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EDITORIAL
Year : 2015  |  Volume : 38  |  Issue : 1  |  Page : 1  

Editorial


Ex. BARC and Editor, Radiation Protection and Environment, Mumbai, India

Date of Web Publication14-Aug-2015

Correspondence Address:
Dr. Pushparaja
Ex. BARC and Editor, Radiation Protection and Environment, Mumbai
India
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Source of Support: Nil., Conflict of Interest: None


DOI: 10.4103/0972-0464.162814

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How to cite this article:
Pushparaja. Editorial. Radiat Prot Environ 2015;38:1

How to cite this URL:
Pushparaja. Editorial. Radiat Prot Environ [serial online] 2015 [cited 2019 Sep 16];38:1. Available from: http://www.rpe.org.in/text.asp?2015/38/1/1/162814

This is the first and combined issue of Radiation Protection and Environment (RPE, No. 1 and 2) of 2015.

There are six papers in this issue related to natural radioactivity in various samples, including rock samples collected from Dhanbad City of Jharkhand.

Primordial radionuclide, 40K, has a high transfer factor from soil to food chain and is present in traces in our diet and gets incorporated into the body. The dose due to the 40K varies from place to place. The dose contribution to the public from 40K is important from the considerations of epidemiological studies and environmental impact assessment to the member of public from natural radionuclides. However, it should be noted that the 1 mSv/y limit on effective dose to public, recommended by ICRP is from "man-made" radiation sources such as very low level effluent releases from nuclear facilities. Excluding natural background radiation dose.

One such study is reported from Kalpakkam, Tamil Nadu, by P. Basu et al.and the results are compared with those of the literature values. It is reported that rice consumption is the major route of intake in the site, and the maximum dose received through this route is 69 µSv/year.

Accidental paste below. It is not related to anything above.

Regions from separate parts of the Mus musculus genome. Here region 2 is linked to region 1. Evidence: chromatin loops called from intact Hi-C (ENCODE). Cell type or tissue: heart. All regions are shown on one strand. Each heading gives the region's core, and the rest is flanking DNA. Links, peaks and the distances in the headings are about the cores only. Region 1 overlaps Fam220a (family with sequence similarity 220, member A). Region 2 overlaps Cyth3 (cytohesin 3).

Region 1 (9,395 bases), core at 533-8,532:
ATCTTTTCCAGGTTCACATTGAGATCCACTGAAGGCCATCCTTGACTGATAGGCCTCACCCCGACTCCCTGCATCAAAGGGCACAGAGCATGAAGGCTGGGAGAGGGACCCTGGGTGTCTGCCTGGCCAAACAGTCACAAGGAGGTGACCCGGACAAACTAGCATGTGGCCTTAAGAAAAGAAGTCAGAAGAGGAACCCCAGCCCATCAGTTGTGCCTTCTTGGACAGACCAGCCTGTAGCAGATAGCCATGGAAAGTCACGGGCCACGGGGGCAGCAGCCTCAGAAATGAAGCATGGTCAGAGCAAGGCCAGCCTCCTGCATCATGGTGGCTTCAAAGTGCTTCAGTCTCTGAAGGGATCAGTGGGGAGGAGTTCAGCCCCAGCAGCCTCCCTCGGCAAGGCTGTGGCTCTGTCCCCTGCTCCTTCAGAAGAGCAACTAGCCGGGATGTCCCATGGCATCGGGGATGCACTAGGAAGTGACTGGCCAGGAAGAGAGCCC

Another study on natural radionuclides, viz. 226Ra, 232Th, and 40K, associated with soil, tailings, and water at the site of Bibiani gold mine, Ghana, is also reported. The dose to the public due to these concentrations is, however, not significant. One more paper from Jordan reports the concentrations of 226Ra, 228Ra, and 40K activities in some vegetables consumed in the country and resultant annual ingestion dose to the public.

Regular monitoring of radionuclides and heavy metals in milk samples is being emphasized to prevent excessive build-up of the toxic metals in the food item. A Nigerian study reports the concentrations of radionuclides and heavy metals in powdered milk samples to ensure their suitability for consumption. The data generated in the study are expected to provide assistance in the development of future guidelines in Nigeria for radiological protection of the population.

A paper from the Faculty of Science, South Valley University, Egypt, reports natural radionuclides, viz., 226Ra, 228Ra, and 40K, present in the environmental substances that have been used in pharmacy and medicine as health supplements.

Regulators require that the radiation workers in fuel reprocessing and fuel fabrication need to be monitored for assessing internal contamination of plutonium and americium. The bioassay technique involved analysis of fecal and urine samples using conventional alkali fusion and acid leaching methods. A new technique is reported in this issue involving acid leaching followed by hydrogen fluoride treatment, which achieved better recovery in the range of 43–90% with a mean of 70%. Pu and Am were separated by anion exchange method and by using TRU resin, respectively.

P. K. Sharma et al.have investigated motion management of lung tumors: A retrospective analysis, to see any dosimetric differences in different respiratory phases, and the results are reported.

There is a letter to the editor, in this issue, where Dr. Sankran uses commercially available smartphones, as an add-on device for the locally developed image viewer system, along with other medical imaging software.

In addition to this, we have the usual news and information, and an obituary to Dr. A. P. J. Abdul Kalam.




 

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